Breast reconstruction with implants, Tissue expanders and alloderm: Predicting volume and maximizing the skin envelope in skin sparing mastectomies

Nicholas Haddock, Jamie Levine

Research output: Contribution to journalArticle

15 Scopus citations


AlloDerm has been used as a tissue supplement in conjunction with the pectoralis major muscle to provide full coverage over an implant in breast reconstruction. While this method of reconstruction has shown promising results there is little known on the relationship of AlloDerm size and potential immediate expansion volume. A retrospective chart review was completed evaluating all tissue expander or primary implant reconstructions using AlloDerm. Data recorded included: The type/size of implant/expander, dimensions of the AlloDerm used, initial fill volume, number of expansions and time period of expansion. Statistical analysis was completed with a linear regression model. AlloDerm was used on 49 patients (72 reconstructions). Thirty-four patients (50 reconstructions) underwent reconstruction with a tissue expander and 15 patients (22 reconstructions) underwent a single stage reconstruction with a permanent implant. The tissue expander volume filled (cc) could be predicted by 5 x surface area of AlloDerm (cm2) - 12 (R2 = 0.62) and 80 x height of AlloDerm (cm) - 15 (R2 = 0.59). The tissue expanders could be filled to an average of 75% of total size and required three to four injections in the postoperative period to reach full expansion. Obviously, a requirement for maximal implant expansion is an appropriate skin sparing mastectomy. There is a mathematical relationship between fill volume and surface area as well as height of AlloDerm used in breast reconstruction. This analysis provides a guideline for immediate implant expansion to surgeons using AlloDerm in reconstructive breast surgery.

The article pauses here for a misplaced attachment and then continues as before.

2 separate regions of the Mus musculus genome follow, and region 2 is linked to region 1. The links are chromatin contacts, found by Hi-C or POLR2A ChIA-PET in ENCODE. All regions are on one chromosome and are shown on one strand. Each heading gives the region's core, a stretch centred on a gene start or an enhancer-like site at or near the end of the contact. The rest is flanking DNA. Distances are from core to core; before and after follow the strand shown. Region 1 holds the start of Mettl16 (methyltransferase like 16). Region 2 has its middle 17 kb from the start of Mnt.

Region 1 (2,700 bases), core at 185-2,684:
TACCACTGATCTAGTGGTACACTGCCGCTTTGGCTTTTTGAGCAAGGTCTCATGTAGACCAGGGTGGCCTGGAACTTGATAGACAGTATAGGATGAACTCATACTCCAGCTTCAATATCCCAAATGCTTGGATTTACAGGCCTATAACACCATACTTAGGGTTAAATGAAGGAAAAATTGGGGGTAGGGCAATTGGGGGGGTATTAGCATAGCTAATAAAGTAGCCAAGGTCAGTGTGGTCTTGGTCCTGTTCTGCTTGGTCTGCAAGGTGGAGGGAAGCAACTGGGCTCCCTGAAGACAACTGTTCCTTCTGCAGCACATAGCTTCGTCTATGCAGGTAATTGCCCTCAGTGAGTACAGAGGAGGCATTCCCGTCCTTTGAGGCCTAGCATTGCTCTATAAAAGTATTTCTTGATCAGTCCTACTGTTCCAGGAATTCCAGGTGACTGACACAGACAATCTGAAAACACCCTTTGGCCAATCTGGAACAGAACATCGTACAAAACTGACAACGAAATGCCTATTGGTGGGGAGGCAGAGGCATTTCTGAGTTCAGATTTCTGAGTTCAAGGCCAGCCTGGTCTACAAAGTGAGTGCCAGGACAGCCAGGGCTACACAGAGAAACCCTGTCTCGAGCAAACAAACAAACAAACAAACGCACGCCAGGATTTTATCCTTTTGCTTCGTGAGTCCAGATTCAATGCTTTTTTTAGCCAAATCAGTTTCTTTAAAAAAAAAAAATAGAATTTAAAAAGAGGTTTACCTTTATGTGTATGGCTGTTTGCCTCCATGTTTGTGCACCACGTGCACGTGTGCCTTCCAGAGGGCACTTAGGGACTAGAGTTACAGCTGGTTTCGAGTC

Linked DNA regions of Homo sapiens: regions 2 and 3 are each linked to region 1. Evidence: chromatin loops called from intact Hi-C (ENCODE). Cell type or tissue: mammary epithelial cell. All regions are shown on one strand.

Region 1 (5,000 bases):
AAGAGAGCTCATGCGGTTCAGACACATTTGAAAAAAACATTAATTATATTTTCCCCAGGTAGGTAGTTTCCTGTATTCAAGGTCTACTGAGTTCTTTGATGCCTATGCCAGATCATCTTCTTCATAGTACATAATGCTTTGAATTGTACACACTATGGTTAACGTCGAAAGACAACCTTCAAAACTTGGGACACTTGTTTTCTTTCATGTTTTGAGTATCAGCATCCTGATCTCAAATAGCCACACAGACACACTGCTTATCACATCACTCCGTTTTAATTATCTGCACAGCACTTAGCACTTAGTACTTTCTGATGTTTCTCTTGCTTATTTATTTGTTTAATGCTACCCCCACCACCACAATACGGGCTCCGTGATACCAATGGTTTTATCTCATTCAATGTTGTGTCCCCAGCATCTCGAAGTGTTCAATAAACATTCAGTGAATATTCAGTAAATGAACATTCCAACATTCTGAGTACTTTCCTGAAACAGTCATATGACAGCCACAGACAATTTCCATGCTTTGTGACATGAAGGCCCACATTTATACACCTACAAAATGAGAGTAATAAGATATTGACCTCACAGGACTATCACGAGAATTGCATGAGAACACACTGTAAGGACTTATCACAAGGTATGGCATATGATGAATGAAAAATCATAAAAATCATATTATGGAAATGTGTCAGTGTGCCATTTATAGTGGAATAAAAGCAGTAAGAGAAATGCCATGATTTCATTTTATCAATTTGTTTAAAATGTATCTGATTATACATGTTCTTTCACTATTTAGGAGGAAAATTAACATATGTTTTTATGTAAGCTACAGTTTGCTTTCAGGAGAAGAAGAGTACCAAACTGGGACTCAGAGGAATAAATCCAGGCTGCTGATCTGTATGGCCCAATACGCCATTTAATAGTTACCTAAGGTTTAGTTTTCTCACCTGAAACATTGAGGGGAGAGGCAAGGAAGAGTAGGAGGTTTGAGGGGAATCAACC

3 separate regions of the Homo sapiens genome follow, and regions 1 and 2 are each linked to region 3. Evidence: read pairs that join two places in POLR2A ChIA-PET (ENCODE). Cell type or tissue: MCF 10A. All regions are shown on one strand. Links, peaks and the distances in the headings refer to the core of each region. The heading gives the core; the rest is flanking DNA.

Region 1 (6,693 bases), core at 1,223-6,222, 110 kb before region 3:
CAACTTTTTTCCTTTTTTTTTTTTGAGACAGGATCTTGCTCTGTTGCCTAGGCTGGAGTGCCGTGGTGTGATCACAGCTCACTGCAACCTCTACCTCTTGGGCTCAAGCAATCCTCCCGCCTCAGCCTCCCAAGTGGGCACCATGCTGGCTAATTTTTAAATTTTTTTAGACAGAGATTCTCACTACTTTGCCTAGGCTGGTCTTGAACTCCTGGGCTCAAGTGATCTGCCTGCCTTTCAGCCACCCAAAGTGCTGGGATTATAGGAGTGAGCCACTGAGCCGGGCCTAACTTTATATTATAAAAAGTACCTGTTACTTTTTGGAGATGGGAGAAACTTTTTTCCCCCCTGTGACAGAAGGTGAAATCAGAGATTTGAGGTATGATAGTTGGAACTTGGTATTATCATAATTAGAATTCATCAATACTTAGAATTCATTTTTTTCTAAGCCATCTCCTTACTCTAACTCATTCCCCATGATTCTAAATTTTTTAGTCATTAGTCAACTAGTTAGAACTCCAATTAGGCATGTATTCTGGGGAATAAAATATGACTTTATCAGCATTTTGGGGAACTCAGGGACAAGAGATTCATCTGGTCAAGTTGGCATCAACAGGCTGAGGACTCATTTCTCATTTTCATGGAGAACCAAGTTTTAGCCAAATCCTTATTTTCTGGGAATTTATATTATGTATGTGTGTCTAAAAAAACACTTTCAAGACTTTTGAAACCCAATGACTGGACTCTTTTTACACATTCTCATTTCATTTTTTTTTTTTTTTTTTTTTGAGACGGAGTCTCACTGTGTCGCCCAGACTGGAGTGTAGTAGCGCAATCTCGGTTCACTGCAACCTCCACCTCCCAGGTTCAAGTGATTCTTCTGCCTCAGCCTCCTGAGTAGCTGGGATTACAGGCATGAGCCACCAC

Original languageEnglish (US)
Pages (from-to)14-19
Number of pages6
JournalBreast Journal
Issue number1
StatePublished - Jan 1 2010



  • Acellular dermis
  • Alloderm
  • Implant
  • Tissue expander

ASJC Scopus subject areas

  • Internal Medicine
  • Surgery
  • Oncology

Cite this